Similarly, the voice recordings of Friedrich Hayek expose the economist’s internal contradictions and how they are reconciled through his self-defined logic. Hayek maintains that throughout his life he “avoided getting tied up in politics” or “policy matters.” Yet his most notable contributions were to the field of economics, specifically relating to the theory of money and economic fluctuations, and he was an unfaltering defender of classical liberalism and free-market capitalism against socialist ideology. For his influential work, Hayek received the 1974 Nobel Prize in Economics and became a key figure in the conservative movements in the United Kingdom and the United States.

Mosley’s exploration of the landscapes in which the builder and the economist lived and worked reveals the impact of these settings on the two men and, in turn, the men’s impact on the larger American physical and ideological landscape. Among those locations are: the Hôtel du Parc in Mont Pelerin, Switzerland, where economists, philosophers, and historians met in 1947 to discuss the fate of classical liberalism and, in their view, the crisis of socialism; and a triangular plot of land at the confluence of the Green Bayou and Houston Ship Channel in Texas purchased by Brown’s company in 1941 to complete a series of federal shipbuilding contracts. The truck that gives the animation its title is seen driving on old Northwest Coast logging roads, a relic of a period of tremendous growth for Brown’s enterprise as well as a symbol of his expanding industry. The images and recorded voices are accompanied by Mosley’s musical score of single notes played on a 1938 Haines Brothers piano, the same model owned by Brown’s family.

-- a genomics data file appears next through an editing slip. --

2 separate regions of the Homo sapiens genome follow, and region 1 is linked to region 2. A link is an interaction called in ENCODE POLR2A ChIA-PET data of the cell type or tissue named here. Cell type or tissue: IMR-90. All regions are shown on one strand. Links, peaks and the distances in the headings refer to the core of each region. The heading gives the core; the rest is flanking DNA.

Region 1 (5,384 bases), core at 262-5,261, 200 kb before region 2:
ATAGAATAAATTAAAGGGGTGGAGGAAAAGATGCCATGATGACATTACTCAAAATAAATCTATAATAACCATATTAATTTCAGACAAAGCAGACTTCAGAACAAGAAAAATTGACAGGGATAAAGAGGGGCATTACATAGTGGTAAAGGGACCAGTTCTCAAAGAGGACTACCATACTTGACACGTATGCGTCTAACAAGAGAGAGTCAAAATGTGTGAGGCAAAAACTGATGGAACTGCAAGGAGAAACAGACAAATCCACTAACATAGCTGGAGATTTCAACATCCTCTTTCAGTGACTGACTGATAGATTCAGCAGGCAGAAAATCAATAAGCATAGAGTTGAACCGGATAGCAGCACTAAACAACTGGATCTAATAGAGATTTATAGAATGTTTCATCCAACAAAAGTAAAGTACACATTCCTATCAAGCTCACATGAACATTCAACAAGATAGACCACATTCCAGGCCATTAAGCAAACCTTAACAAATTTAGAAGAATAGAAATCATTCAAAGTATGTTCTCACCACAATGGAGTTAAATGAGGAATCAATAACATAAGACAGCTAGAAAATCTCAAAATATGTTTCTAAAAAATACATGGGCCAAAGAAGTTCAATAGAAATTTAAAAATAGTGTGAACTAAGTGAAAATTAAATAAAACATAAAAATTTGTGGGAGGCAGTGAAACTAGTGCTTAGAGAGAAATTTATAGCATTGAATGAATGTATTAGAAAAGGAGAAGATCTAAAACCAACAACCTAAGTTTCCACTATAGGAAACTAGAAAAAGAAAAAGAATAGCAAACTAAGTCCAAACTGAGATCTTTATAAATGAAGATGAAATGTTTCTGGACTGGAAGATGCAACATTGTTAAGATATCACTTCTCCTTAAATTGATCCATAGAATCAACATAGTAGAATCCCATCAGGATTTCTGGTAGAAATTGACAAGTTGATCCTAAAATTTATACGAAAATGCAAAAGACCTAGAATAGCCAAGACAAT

The three animations in Histories in Motion echo the complexity of the world we live in, its variety of experiences equally reflected in the materials and techniques used by the artists. The watercolors used by Jennifer Levonian in Take Your Picture with a Puma are presented as part of a series of collages that complement her animation. The materiality of these works on paper allows not only a better understanding of the laborious process involved in stop-action animation but also provides a closer look at its otherwise fleeting images. Their unforgettable colors and textures lend an additional dimension to Levonian’s lyrical story. Martha Colburn’s multilayered collages are as dazzling as her animation. The slogans that are barely legible in the film are fixed and inescapable in her static collages, reinforcing the artist’s view of a world in turmoil. As with his previous work dread (2007), Mosley created a group of bronze sculptures to accompany his animation. Three bronzes are part of his video and sculptural installation: two represent Brown and Hayek, while the third is a replica of the 1937 International D-50 truck and the only sculpture used in the making of the animation. The physicality of these dark and heavy forms allows the viewer to contemplate their significance in a three-dimensional context. These objects reveal some of the processes and labor-intensive methods employed by the three artists to achieve the narrative flow of their animations.

The works in this exhibition embody the plurality and universality of the moving-image narrative, elaborately constructed with the use of dialogue, music, text, and editing. In their diversity, the animations in Histories in Motion prompt us to reflect on our contemporaneity by critically engaging our worldview. Stories reveal themselves through the individual lens of each artist, inviting us on journeys at time poetic, absurd, and meditative.